In the last few weeks the issue of religious slaughter of animals has again been widely discussed in the media, sparked it appears by an interview for The Times newspaper by John Blackwell, president-elect of the British Veterinary Association. In the background of the broader debate is the recent decision by the Danish government to ban religious slaughter for the production of kosher and halal meat. The point of this comment piece is not particularly to address the rights or wrongs of or dhabh, or consider their status from a philosophical, religious or political science point of view, but rather to reflect both historically and in the context of wider debates concerning British ‘multiculturalism’.
The debate about religious slaughter is nothing new. Writing in 1998 Poulter counted 6 private members bills introduced to parliament seeking to remove or limit the exemption for shechita since 1955 (1998: 134) Religious animal slaughter has been opposed by animal rights groups such as the Royal Society for the Prevention of Cruelty to Animals, Compassion in World Farming and the Humane Slaughter Association. During the 1980s the outcry was particularly strong, coinciding with a period in which Muslim parents were also campaigning strongly for the provision of Halal meat in schools. The result of this, Humayan Ansari has shown, was that British Muslims coordinated effective responses to engage with government officials and public discourses. In 1994 a Halal Food Authority was established as ‘a network of approved abattoirs and shops to provide the community with independently certified halal meat’ (Ansari 2004: 355). At the same time public opinion seemed to harden: a 1983 National Opinion Poll indicated that 77% opposed religious slaughter. Religious slaughter was established as a hot issue concerning British political multiculturalism.
There is, of course, a much longer history to religious and cultural accommodations and exemptions in the United Kingdom. The legal exemption for animal religious slaughter was formally established in England and Wales by the 1933 Slaughter of Animals Act (1928 in Scotland). In the preceding years the Board of Deputies of British Jews had campaigned hard on the matter. This exemption, it would appear, was fitting with a larger British tradition of religious accommodation and exemption. For David Feldman, there has been a pattern of the state finding ‘pluralist solutions’ (Feldman 2011: 293) to religious diversity. Examples might include the gradual removal, since the eighteenth century, of religious and political disabilities affecting religious minorities outside the Church of England; state grants for Jewish, Roman Catholic and Methodist schools during the nineteenth century; and then in 1976 the allowance for Sikhs wearing turbans to be exempt from wearing motor-cycle helmets. For Feldman, this tradition is one best described as ‘conservative pluralism’ – conservative because the hegemony of the national Church was also maintained (Feldmam 2011: 293). Feldman’s analysis is persuasive, and provides a valuable historical perspective on the more recent evolution of British multiculturalism.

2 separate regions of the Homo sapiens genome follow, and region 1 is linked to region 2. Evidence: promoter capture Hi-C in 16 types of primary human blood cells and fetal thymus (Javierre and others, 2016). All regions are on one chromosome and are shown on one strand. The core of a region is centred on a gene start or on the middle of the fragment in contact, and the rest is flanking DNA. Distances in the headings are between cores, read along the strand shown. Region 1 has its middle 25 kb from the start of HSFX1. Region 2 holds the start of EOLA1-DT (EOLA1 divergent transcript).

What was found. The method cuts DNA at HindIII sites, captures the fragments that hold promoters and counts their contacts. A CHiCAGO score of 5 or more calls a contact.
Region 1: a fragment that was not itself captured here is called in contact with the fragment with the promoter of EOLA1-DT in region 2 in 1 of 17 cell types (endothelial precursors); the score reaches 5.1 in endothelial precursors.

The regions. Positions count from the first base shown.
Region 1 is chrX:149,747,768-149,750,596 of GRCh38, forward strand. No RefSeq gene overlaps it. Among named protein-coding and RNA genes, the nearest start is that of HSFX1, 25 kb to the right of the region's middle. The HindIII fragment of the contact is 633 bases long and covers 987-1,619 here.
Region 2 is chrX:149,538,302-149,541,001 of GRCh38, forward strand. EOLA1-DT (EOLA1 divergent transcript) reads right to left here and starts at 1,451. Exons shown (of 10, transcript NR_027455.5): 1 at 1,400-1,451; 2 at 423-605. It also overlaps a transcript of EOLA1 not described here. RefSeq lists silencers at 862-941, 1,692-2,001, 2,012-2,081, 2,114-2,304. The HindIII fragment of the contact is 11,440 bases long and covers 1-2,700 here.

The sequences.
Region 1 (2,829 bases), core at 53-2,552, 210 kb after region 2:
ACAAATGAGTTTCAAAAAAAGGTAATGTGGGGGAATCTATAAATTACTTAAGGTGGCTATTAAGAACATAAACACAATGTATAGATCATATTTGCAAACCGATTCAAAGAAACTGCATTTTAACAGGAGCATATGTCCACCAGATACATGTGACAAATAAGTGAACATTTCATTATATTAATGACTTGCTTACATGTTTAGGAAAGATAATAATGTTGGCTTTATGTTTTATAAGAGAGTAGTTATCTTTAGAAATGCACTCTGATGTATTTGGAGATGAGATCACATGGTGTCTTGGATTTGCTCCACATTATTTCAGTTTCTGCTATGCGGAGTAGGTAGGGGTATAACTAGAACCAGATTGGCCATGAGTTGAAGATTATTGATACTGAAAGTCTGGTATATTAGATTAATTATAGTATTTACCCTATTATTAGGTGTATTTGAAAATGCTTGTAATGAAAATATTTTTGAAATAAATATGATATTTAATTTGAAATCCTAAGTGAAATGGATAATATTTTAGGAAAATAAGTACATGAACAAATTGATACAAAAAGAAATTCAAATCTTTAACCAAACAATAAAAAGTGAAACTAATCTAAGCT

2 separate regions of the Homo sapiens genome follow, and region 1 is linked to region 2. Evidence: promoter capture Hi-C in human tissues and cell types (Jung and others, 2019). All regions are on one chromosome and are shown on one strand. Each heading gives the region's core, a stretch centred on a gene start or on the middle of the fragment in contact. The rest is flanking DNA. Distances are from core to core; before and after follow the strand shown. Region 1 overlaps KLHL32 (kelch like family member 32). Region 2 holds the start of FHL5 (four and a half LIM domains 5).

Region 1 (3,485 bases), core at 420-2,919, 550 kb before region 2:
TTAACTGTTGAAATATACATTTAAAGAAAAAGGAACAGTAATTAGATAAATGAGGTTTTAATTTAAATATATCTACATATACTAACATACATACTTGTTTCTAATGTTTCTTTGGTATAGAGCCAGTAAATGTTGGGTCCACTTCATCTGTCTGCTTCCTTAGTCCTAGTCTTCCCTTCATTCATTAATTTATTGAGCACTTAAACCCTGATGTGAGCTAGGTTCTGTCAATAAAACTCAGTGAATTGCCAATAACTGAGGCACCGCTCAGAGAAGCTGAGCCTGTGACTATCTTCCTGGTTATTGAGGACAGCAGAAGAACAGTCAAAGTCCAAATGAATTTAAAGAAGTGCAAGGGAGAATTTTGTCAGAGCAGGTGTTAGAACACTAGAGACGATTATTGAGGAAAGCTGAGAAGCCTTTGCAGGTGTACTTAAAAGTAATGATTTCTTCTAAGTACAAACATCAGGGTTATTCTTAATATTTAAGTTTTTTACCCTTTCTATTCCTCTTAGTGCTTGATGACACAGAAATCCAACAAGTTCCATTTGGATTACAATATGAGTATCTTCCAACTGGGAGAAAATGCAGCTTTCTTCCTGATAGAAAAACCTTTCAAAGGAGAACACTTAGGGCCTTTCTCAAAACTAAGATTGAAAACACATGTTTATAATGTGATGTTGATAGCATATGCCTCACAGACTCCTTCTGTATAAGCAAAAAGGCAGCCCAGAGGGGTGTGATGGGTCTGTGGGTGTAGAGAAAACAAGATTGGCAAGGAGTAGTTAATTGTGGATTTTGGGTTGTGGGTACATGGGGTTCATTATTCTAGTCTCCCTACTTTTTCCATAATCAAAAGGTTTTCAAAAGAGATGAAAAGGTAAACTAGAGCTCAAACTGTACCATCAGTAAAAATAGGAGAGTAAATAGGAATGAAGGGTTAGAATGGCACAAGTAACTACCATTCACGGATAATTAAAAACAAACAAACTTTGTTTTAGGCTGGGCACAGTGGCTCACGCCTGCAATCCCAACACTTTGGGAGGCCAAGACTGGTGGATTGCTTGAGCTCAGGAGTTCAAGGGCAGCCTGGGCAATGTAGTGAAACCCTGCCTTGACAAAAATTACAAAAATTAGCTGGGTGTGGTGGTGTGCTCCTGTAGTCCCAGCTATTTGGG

Issues such as the religious slaughter are at the heart of wider, highly contested discourses concerning political responses to religious diversity. It is important to note that the moral argument for animal rights (which I am not discussing here) has in the past sometimes merged, or cross-fertilised, with other discourses. According to Ansari (2004: 354) , in the 1980s, the group Compassion in World Farming (CIWF) ‘denounced demands for “separate meat” as “disastrous”, viewing it as the thin end of the wedge that would “be followed by facilities for separate catering, separate kitchen staff, separate swimming for girls and boys and single-sex classes”, none of which, it was argued, would be conducive to “improving race relations” –rather it was more likely to encourage “racial segregation”’.
The question of religious slaughter of animals is sometimes not distinguished from wider issues concerning multiculturalism and ‘cultural relativism’. Quite apart from the issue of animal rights (which I labour to point out I am not discussing here) I have some sympathy with elements of the recent argument set out by newspaper columnist Janice Turner. Much of the wider public opposition to animal religious slaughter may not be about animal rights, but an ‘ingrained fear of what is foreign’ (Times, 8 March 2014).
Lecturer in Religious Studies, OU.